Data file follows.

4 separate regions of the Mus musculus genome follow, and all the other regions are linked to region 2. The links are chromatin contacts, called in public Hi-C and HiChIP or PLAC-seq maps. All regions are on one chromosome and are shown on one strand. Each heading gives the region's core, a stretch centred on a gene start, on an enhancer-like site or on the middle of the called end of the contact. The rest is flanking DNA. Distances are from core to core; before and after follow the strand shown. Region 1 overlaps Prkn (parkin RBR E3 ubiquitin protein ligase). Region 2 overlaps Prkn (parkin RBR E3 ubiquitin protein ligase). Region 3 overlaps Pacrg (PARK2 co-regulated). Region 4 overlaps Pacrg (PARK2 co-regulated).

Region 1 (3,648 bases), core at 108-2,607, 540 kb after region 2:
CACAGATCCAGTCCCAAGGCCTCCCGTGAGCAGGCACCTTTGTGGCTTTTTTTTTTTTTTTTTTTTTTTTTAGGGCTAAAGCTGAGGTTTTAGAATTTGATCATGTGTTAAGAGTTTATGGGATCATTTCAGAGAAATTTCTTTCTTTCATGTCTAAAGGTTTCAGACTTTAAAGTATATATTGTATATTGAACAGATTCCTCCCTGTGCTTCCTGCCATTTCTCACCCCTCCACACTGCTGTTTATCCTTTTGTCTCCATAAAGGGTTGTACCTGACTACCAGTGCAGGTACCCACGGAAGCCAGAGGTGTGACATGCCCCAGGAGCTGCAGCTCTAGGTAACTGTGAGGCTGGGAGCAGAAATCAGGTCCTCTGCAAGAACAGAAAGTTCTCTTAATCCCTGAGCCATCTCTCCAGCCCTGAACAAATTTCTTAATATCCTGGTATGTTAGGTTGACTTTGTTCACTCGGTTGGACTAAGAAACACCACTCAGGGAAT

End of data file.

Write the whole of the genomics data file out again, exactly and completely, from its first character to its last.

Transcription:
4 separate regions of the Mus musculus genome follow, and all the other regions are linked to region 2. The links are chromatin contacts, called in public Hi-C and HiChIP or PLAC-seq maps. All regions are on one chromosome and are shown on one strand. Each heading gives the region's core, a stretch centred on a gene start, on an enhancer-like site or on the middle of the called end of the contact. The rest is flanking DNA. Distances are from core to core; before and after follow the strand shown. Region 1 overlaps Prkn (parkin RBR E3 ubiquitin protein ligase). Region 2 overlaps Prkn (parkin RBR E3 ubiquitin protein ligase). Region 3 overlaps Pacrg (PARK2 co-regulated). Region 4 overlaps Pacrg (PARK2 co-regulated).

Region 1 (3,648 bases), core at 108-2,607, 540 kb after region 2:
CACAGATCCAGTCCCAAGGCCTCCCGTGAGCAGGCACCTTTGTGGCTTTTTTTTTTTTTTTTTTTTTTTTTAGGGCTAAAGCTGAGGTTTTAGAATTTGATCATGTGTTAAGAGTTTATGGGATCATTTCAGAGAAATTTCTTTCTTTCATGTCTAAAGGTTTCAGACTTTAAAGTATATATTGTATATTGAACAGATTCCTCCCTGTGCTTCCTGCCATTTCTCACCCCTCCACACTGCTGTTTATCCTTTTGTCTCCATAAAGGGTTGTACCTGACTACCAGTGCAGGTACCCACGGAAGCCAGAGGTGTGACATGCCCCAGGAGCTGCAGCTCTAGGTAACTGTGAGGCTGGGAGCAGAAATCAGGTCCTCTGCAAGAACAGAAAGTTCTCTTAATCCCTGAGCCATCTCTCCAGCCCTGAACAAATTTCTTAATATCCTGGTATGTTAGGTTGACTTTGTTCACTCGGTTGGACTAAGAAACACCACTCAGGGAAT